Former colonies like Hong Kong spent days in morning, with more than 10,000 visitors paying their respects outside of their British consulate. Underneath this is something deeper concerning the former-colony and its fragile relationship with China. In the words of Cathleen Cheung, 30, "When mourning the queen, we are mourning the lost Hong Kong". During the British occupation of Hong Kong, people "grew up in a time when [they] had nine years of free education, a fair and enlightened environment, and [they] could move up the social ladder,” Mara Leung, a fifty year old saleswoman stated. “We took it for granted at that time, but now it is very difficult for young people to do it.” I believe to a great extent the tears of Hong Kongers were saturated with memories of better days, which they associated with the Queen's reign.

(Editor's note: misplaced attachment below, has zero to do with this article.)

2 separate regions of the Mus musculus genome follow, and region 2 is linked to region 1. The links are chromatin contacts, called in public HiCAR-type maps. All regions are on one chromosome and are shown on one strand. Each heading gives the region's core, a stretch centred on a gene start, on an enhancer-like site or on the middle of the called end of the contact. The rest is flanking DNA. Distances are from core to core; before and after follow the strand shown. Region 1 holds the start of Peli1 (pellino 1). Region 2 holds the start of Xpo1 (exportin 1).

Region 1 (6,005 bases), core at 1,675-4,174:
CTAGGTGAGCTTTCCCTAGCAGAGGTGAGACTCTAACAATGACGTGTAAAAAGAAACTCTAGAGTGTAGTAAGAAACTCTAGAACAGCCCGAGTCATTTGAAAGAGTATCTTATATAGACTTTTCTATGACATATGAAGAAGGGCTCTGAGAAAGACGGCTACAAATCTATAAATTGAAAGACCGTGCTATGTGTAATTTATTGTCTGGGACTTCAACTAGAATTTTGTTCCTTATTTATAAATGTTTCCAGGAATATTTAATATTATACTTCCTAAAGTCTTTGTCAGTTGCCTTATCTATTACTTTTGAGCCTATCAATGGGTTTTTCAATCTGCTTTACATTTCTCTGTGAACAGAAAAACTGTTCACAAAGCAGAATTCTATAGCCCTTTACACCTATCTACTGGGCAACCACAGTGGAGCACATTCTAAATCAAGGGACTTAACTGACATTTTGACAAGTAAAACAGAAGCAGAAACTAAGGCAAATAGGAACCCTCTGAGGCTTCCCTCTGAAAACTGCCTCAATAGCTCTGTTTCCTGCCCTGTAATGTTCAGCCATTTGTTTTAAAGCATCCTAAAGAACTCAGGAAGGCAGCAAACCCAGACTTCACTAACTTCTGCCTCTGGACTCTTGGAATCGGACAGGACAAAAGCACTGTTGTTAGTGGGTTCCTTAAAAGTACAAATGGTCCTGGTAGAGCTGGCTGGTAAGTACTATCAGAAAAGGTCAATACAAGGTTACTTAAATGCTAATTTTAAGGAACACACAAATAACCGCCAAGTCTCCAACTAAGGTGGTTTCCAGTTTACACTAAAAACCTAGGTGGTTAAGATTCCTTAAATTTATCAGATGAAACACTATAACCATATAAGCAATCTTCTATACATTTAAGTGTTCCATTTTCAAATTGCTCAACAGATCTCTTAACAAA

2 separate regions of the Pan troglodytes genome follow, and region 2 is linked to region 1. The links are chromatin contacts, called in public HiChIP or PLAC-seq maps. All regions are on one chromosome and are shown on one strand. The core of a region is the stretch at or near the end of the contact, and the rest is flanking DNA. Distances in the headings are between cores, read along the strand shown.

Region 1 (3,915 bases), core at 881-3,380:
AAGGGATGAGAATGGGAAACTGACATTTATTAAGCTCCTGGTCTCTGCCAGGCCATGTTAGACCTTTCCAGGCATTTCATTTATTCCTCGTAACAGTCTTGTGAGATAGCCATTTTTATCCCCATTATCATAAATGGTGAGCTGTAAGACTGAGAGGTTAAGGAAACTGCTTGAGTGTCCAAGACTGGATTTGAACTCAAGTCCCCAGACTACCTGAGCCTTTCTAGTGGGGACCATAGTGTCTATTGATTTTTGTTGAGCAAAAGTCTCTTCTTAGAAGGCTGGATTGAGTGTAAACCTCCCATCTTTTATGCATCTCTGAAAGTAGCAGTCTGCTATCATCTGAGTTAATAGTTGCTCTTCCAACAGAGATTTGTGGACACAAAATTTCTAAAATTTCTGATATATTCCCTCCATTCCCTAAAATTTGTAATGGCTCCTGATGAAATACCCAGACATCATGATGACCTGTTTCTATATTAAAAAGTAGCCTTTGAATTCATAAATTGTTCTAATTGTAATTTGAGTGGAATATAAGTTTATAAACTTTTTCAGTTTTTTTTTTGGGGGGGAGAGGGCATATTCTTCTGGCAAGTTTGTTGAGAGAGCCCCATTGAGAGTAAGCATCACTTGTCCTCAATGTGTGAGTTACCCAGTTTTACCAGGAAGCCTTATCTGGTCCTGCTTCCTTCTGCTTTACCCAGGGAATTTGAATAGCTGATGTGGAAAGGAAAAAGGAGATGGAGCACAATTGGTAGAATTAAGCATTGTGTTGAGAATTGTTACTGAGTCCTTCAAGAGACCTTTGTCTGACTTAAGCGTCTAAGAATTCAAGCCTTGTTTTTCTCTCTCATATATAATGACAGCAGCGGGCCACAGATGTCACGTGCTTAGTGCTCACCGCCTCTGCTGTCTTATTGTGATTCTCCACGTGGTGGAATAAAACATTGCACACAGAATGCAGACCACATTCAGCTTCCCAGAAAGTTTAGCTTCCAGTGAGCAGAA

Back at home, mixed reactions have surfaced within working class communities. While some Britons have flocked to the streets to mourn others have celebrated the death of a symbol of colonial-oppression. Celtic football fans sang "if you hate the Royal family clap your hands" during a minute's applause in memory of the Queen. A handful of Brits have been arrested including one twenty-two year old man was charged for heckling Prince Andrew in Edinburgh. Announced as her successor, King Charles III has been booed by the public on multiple occasion across the county. Not to mention the deeply unfortunate and untimely murder of Chris Kaba at the hands of the police really put the royal funeral into perspective, as masses of people gathered in protest. The nation is truly torn.